The study confirmed what researchers have been seeing for years. But what excited Gold was its potential for children: By making procedures more engaging and less painful, children with chronic conditions may become less fearful about treating their condition, he said.
"For a child to have a positive experience on a routine procedure, that can be a game changer for that kid."
Other researchers looking at the use of VR are finding that not only does the technology engage the patient's senses, but in some cases it can act as a support network, much like a family. Another study by Cedars Sinai Los Angeles used VR to assist women going into labor with painful contractions. Researchers put a headset on women in labor showing them soothing animated scenes of nature that pulsated, almost as if the elements were breathing. A calm voice used words of encouragement to help the mother through contractions.
Women who used the VR reported lower levels of pain and anxiety, much like the children.
"What I think was so impactful about this particular intervention, actually, is that what they were hearing was very much the same things ... you might hear from a doula" said Dr. Melissa Wong, maternal-fetal medicine specialist at Cedars-Sinai Los Angeles who led the study.
'A Pharmacy of VR'
Wong's study at Cedars-Sinai indicated VR could be an alternative to epidurals or nitrous oxide – two common pain management solutions used during labor. But, even more than that, it pointed to a slew of history that shows pain is not just an acute or chronic sensation in the body that causes your brain to raise alarm, it's also the environment around you.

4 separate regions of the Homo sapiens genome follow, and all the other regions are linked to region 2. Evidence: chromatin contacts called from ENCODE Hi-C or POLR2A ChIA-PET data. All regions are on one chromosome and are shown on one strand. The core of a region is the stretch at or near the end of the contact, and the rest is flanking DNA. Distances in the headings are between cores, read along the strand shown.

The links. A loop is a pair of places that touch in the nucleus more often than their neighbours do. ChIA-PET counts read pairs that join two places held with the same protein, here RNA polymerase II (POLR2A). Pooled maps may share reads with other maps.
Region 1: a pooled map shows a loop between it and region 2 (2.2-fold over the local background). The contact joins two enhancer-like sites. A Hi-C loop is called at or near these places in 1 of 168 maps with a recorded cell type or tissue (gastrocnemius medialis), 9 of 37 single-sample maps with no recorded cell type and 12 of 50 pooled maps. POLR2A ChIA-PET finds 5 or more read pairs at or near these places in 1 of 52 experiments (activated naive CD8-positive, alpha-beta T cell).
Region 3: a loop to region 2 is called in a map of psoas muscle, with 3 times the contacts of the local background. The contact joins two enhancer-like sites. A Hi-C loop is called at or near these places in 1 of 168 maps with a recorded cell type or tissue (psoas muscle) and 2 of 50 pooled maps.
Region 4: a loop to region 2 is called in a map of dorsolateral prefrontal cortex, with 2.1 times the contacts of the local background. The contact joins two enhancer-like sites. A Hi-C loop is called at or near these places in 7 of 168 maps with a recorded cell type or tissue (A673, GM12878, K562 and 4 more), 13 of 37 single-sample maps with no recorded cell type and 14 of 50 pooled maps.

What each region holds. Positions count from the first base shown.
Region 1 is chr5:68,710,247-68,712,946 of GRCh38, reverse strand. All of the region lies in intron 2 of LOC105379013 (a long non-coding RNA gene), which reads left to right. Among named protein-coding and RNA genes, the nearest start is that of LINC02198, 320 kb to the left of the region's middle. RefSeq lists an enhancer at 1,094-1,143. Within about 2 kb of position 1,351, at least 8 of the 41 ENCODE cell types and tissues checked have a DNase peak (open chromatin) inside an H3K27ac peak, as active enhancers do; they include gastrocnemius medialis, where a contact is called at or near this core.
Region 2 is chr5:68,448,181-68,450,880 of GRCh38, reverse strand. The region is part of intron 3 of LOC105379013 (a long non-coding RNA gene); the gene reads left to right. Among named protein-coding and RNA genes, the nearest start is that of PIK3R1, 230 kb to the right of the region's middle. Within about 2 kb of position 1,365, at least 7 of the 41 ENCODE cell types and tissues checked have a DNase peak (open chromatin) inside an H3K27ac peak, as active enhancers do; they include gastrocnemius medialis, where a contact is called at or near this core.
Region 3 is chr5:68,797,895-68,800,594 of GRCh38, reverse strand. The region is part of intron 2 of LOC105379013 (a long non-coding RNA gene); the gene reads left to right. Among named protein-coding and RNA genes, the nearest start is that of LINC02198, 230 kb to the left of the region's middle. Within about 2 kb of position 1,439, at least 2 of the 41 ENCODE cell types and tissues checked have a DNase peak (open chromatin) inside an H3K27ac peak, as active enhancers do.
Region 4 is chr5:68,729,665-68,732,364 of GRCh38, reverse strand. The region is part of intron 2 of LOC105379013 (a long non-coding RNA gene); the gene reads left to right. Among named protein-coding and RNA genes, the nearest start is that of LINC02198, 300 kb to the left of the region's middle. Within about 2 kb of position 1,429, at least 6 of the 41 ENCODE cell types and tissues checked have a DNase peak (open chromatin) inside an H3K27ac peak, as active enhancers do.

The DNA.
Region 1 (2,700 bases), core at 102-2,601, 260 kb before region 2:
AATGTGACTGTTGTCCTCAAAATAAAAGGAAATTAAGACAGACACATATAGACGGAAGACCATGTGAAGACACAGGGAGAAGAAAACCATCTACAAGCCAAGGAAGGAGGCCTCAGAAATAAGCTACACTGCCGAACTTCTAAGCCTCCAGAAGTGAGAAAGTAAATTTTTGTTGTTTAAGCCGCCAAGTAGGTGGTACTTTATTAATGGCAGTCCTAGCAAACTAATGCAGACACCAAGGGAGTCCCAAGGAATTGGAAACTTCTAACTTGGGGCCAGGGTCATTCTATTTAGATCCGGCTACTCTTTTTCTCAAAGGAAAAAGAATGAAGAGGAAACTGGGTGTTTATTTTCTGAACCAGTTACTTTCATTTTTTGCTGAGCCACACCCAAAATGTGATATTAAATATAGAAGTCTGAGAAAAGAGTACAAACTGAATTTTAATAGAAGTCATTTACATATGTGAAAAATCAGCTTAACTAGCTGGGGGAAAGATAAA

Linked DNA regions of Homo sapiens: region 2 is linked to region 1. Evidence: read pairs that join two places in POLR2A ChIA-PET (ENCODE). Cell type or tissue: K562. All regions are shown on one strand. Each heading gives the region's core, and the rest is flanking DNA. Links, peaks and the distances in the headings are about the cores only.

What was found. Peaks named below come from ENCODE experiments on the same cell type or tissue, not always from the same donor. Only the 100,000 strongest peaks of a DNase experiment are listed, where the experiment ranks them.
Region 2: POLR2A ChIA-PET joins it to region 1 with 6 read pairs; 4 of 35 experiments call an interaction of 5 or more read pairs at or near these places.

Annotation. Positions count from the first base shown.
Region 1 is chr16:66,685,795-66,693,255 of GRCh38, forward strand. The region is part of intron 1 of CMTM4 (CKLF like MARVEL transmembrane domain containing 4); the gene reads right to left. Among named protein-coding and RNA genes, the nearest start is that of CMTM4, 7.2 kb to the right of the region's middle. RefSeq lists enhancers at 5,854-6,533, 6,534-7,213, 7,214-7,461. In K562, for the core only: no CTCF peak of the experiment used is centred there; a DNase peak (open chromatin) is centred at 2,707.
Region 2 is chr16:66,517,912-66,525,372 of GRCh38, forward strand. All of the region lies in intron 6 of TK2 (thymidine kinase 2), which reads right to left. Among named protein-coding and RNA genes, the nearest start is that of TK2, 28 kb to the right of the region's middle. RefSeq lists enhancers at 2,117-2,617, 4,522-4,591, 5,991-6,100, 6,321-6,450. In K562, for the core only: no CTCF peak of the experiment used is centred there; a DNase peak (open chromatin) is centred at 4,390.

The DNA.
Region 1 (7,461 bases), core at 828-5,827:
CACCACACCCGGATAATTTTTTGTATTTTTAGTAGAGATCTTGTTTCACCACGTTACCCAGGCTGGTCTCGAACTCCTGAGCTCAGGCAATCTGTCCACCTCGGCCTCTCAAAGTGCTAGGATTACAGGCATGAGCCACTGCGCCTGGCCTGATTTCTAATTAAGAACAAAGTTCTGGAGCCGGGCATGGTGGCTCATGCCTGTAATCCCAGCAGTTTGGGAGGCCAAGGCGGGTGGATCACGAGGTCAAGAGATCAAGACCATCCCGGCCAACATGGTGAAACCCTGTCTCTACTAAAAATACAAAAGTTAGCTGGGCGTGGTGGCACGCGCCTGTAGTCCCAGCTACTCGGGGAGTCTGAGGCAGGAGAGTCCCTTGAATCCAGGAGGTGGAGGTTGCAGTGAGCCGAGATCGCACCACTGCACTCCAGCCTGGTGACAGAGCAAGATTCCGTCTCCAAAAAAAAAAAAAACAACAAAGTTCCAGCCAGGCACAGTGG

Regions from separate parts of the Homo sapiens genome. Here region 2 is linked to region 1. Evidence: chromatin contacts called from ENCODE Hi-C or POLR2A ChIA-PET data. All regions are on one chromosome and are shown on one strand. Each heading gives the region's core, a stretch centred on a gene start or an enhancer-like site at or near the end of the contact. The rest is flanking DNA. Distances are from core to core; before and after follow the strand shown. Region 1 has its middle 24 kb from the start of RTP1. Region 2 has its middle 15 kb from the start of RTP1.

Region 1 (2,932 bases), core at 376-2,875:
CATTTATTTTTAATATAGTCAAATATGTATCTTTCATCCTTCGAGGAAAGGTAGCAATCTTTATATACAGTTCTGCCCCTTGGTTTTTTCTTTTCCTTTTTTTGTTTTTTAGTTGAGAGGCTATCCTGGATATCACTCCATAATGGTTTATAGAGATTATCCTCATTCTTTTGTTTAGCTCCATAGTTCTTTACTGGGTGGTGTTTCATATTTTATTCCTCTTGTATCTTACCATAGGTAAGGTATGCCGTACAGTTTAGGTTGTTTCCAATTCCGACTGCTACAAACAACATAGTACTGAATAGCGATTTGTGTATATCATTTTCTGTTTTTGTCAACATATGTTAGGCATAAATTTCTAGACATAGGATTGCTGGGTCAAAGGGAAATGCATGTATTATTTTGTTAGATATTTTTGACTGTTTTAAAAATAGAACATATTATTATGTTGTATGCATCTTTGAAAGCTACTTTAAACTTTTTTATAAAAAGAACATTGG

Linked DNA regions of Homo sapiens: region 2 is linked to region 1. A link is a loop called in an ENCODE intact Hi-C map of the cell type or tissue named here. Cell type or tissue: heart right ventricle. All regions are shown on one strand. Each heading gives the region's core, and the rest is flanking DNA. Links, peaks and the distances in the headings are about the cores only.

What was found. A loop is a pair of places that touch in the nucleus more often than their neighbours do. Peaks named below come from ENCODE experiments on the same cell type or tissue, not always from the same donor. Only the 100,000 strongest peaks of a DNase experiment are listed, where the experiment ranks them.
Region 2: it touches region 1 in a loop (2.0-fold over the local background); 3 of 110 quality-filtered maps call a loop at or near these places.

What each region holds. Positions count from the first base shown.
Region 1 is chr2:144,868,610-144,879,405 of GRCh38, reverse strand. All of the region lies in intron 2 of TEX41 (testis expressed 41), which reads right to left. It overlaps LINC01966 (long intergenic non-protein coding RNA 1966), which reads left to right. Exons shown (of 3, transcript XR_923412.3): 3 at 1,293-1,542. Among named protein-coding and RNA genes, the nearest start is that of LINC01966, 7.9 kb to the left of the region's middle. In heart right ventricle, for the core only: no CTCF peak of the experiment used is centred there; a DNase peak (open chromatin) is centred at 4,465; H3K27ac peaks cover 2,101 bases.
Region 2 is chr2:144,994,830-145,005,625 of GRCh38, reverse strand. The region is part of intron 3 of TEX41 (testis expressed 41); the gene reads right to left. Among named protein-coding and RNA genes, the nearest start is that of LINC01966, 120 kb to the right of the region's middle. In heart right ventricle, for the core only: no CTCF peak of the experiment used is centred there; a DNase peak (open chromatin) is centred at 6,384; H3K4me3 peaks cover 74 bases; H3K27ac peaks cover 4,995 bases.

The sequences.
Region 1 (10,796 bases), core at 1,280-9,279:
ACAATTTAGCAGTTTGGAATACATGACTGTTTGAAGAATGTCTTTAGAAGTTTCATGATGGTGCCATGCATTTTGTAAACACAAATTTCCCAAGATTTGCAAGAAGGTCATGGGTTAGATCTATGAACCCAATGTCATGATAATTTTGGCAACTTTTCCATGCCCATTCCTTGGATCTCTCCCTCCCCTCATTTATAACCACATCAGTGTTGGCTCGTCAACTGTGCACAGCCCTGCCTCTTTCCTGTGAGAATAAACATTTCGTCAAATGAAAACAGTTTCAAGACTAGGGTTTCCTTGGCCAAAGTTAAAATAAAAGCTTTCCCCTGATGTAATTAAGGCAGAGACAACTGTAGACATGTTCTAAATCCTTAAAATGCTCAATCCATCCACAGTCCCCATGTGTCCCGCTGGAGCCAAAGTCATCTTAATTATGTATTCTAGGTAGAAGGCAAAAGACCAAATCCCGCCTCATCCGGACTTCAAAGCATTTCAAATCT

Wong said one of the strongest indicators of whether or not patients ask for epidurals during labor is whether or not they have a birth support person in the form of a partner, family member or doula. Patients that don't are more likely to need an epidural.
"So it's suggesting, again, that [pain] is sort of the entire way in which everything is being approached, rather than just literally the pain fibers," said Wong.
In other words, pain isn't simply a feeling. It is also a patient's support system, surroundings and mental fitness. By taking patients out of a clinical hospital setting of linoleum floors and wheeling carts and into a magical virtual world that has its own soundscapes and therapeutic guides, their pain can appear to be far less than what it might be.
Brennan Spiegel, a doctor at Cedars-Sinai Los Angeles who oversees virtual reality programs, coined "a pharmacy of VR" -- the idea that VR therapies should be created to help specific situations, like going through labor, dressing a burn wound, undergoing chemotherapy or having an anxiety attack.
But the industry is still young and many of the devices have yet to gain full Food and Drug Administration approval. Still, there's growing demand.
Companies Are Getting Involved
Companies like seven-year-old Alameda-based KindVR are using virtual reality programs to soothe pediatric patients before an MRI and calm them before an operation. XRHealth, a five-year-old company based in Massachusetts, offers a host of applications designed to treat physical immobility and mental health.